About me: I am a young climate activist. I organise with Young Friends of the Earth Scotland and Fossil Free Glasgow, a local campaign group working to get our council to divest their pension fund from fossil fuel companies. I cannot speak on behalf of “young people” and all the intersections that come with this, but put forward some ideas and challenges that we can bring to the climate debate.
Young people and future generations are burdened by the inaction of older generations. They have failed to act realistically in the face of climate crisis. By upholding the status quo of economic growth, excessive consumption and capitalism, generations to come will have to survive on an unstable planet.
Education for a capitalist society
Rather than educate us to understand and live in relation with the world, we are professionalised. Knowledge and skills that were passed on from generation to generation of how to grow, cook, and create have been lost.
Instead we’re taught how to make money and sell things, set to work for destructive industries such as marketing and finance. Businesses that are inherently tied to the destruction of the planet and our futures.
Our first act of resistance can be to reclaim the skills and knowledge of survival and community, ensuring to teach them to each other freely.
Rising to the challenge, Young Friends of the Earth Scotland runs regular “skill-shares”. Young people teach each other the skills needed for the world we are entering into. I’ve had the joy of learning about power and privilege, permaculture and how to forage wild plants in one weekend. Active facilitation and popular education techniques make these teachings accessible and engaging.
A vibrant network of young people has been created who are demanding the changes we need to see in all levels of society.
Young people at the forefront of the climate movement
While our leaders and politicians distract and stall on making realistic policies to mitigate carbon emissions, young people are setting example of climate action.
After 2009 when Peru’s president had just opened the jungle to oil development, ensuring the displacement of thousands of indigenous people, Majandra Rodriguez Acha, a climate justice activist from Lima, Peru created TierrActiva Perú. It is a network supporting young urban activists to connect and organise with indigenous activists at the front lines of the battle for the climate (1).
Ekai Nabenyo is a young activist from Turkana, Kenya, a community he has described as being detrimentally effected by exploitation from oil companies (2). Ekai founded the Lorengelup Community Development initiative which focuses on youth empowerment, community development and environmental conservation. Alongside young people in his community he led a tree planting campaign, adding 77,000 new indigenous and exotic trees to the villages and lobbied at COP 21 in Paris.
In the US, on October 29th, 21 young people are suing the federal government for violating their constitutional right to a safe climate in a landmark case of “Julianna vs the US” (3).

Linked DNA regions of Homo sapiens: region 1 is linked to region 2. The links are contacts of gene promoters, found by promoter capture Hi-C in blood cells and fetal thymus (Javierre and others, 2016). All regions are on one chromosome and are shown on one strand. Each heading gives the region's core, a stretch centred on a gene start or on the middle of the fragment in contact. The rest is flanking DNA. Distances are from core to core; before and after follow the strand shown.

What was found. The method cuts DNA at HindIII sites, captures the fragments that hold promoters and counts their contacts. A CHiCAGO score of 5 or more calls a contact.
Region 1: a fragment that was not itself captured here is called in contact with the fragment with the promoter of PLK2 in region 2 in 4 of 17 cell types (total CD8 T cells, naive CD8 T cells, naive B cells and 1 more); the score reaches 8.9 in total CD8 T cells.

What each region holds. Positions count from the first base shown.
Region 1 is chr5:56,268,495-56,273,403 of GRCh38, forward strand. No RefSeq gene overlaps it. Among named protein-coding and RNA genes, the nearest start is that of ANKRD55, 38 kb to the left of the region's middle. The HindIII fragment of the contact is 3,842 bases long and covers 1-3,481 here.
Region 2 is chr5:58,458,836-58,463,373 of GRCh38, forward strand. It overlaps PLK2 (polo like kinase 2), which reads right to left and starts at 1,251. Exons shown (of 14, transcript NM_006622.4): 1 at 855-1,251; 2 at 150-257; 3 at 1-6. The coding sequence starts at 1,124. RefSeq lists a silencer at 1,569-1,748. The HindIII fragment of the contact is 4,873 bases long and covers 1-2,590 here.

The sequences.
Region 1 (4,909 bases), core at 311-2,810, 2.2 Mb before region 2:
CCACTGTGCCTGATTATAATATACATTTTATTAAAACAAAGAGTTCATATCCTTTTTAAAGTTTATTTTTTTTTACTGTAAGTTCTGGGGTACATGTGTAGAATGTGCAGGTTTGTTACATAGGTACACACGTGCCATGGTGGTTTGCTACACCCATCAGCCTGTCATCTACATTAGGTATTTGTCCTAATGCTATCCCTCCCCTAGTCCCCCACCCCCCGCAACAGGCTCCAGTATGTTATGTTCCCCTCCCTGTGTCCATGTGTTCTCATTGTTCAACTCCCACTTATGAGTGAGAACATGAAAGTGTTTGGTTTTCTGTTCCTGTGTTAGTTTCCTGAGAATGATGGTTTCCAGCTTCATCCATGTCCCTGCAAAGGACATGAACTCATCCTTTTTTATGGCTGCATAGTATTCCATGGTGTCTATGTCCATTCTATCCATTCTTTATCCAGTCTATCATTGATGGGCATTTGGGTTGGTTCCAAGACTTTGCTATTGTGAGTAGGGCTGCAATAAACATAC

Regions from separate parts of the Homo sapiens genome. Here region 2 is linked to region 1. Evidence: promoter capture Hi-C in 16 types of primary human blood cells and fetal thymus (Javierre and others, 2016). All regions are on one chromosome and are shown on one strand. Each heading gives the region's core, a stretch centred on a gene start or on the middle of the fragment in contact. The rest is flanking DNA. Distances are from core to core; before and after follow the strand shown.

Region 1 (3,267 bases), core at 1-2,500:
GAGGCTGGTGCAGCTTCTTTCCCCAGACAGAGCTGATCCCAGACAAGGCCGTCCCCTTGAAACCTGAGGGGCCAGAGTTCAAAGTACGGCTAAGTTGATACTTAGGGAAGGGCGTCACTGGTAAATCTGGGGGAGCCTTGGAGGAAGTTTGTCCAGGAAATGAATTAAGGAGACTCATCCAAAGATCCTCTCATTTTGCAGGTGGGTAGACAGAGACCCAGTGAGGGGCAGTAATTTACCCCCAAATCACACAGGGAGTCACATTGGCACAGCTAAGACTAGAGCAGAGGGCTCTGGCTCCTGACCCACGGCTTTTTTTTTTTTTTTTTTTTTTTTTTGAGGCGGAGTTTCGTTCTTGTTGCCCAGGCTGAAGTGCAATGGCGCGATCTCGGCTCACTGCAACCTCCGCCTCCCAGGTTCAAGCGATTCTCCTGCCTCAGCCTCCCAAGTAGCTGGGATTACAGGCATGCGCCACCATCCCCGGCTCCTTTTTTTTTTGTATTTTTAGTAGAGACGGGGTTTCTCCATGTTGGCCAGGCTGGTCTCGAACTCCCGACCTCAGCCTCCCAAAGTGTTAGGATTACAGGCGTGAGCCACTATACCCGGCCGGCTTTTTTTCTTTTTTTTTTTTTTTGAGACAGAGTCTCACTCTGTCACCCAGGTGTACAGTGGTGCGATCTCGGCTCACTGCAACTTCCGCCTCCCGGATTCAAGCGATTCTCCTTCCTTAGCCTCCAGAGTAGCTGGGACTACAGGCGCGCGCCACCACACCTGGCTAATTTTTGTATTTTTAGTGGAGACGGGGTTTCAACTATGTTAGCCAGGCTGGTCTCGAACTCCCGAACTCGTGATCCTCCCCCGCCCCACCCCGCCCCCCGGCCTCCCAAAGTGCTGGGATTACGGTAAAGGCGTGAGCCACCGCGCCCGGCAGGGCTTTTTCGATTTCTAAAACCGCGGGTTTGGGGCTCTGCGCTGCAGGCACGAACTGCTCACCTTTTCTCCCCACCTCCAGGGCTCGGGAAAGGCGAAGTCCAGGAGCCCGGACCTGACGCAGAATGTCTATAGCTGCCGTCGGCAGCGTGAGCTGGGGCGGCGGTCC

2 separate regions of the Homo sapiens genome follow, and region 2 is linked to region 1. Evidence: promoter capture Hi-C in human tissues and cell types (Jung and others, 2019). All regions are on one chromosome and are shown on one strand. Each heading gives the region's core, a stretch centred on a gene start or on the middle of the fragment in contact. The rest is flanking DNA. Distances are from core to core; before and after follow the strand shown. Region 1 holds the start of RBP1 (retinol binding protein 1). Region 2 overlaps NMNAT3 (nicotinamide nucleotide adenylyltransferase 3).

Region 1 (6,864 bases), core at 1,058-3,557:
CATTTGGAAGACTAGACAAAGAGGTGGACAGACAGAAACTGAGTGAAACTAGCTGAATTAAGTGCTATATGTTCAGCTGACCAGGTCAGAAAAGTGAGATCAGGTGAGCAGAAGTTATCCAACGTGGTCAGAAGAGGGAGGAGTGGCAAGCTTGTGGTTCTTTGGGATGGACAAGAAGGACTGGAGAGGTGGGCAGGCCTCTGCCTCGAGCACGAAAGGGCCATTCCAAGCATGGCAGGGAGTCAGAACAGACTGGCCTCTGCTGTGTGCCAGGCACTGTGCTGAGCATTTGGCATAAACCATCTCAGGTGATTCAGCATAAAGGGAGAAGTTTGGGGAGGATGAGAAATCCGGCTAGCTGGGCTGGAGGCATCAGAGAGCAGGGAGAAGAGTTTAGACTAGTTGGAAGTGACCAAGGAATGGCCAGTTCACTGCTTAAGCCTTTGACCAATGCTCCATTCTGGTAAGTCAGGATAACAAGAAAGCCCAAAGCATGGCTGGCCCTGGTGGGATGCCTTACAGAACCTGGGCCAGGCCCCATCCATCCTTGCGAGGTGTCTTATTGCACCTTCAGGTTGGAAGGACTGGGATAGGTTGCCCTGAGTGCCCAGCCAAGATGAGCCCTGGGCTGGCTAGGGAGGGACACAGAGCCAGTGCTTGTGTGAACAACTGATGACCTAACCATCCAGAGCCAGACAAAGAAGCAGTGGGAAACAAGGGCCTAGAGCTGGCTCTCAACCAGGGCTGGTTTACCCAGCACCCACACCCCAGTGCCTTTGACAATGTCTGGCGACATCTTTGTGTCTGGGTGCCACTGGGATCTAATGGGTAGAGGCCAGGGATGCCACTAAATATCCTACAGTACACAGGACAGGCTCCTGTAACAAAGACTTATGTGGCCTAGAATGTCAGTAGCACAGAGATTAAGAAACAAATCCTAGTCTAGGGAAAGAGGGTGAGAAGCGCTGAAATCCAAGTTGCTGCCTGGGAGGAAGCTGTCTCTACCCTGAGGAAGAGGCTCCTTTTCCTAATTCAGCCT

In the UK and Ireland the divestment campaign that is led by young activists has had huge successes. The campaigners demand that universities and local council’s stop investing in fossil fuel companies. As a result of student activism over £80 million pounds has been divested from UK and Ireland Universities from fossil fuel companies (4).
Politicians, False Friends of the Climate Movement
Politicians need to make informed climate policies that give young people the confidence that they are investing in our future. Instead we are at the mercy of dishonest politicians claiming to be “climate warriors” while overtly supporting the oil and gas industry. Justin Trudeau was quoted for saying “there is no hiding from climate change” (5) while the month before he made plans to nationalize the Kinder Morgan pipeline running from the tar sands of Alberta.
In Scotland, the First Minister Nicola Sturgeon spoke at a Youth Climate Summit on how she was a “climate warrior” despite investing £43 million in the oil and gas industry (6).
The decisions made today by “progressive” leaders are ultimately ruining the chances of a safe planet for future generations.
Reclaiming our power
We are powerful. Young people have always been at the forefront of the fights for civil liberties. With our creativity, energy and anger we can change things.
Evidence shows we cannot depend on global leaders to act realistically or morally. By building networks of young people to support and shelter each other, we can transition out of the capitalist fuelled climate nightmare. We need ourselves and our friends to be bold and set examples of alternative lifestyles.
It is time for older generations to step up and use their privilege to support us financially and stand beside us demanding change.
To sit back in the comfort of privilege at the expense of younger generations is frankly a crime against humanity.
This is not just a fight for the young. We need everyone to be bold, creative and their actions to be life changing.
(1) Imbler, S. (2016, October 24). In Peru, this young activist is sparking a movement for climate justice. Grist.
(2) Nabenyo, E. (2015, November 9). Climate change in Kenya; if we don’t act now, we Turkana could lose our homes. The Guardian.
(3) Savage, K. (2018, April 12). Youth Climate Case Vs U.S Government will head to trial in October. Climate Liability News.
(4) Ottery, C. (2018, April 13). Mapped: The UK universities that have pledged to divest from fossil fuels. Desmog.
(5) McKibben, B. (2018, May 30). Say hello to Justin Trudeau, the world’s newest oil executive. The Guardian.
(6) Bright Green Editors. (2018, April 29). Sturgeon speech interrupted by protest against support for oil industry. Bright Green.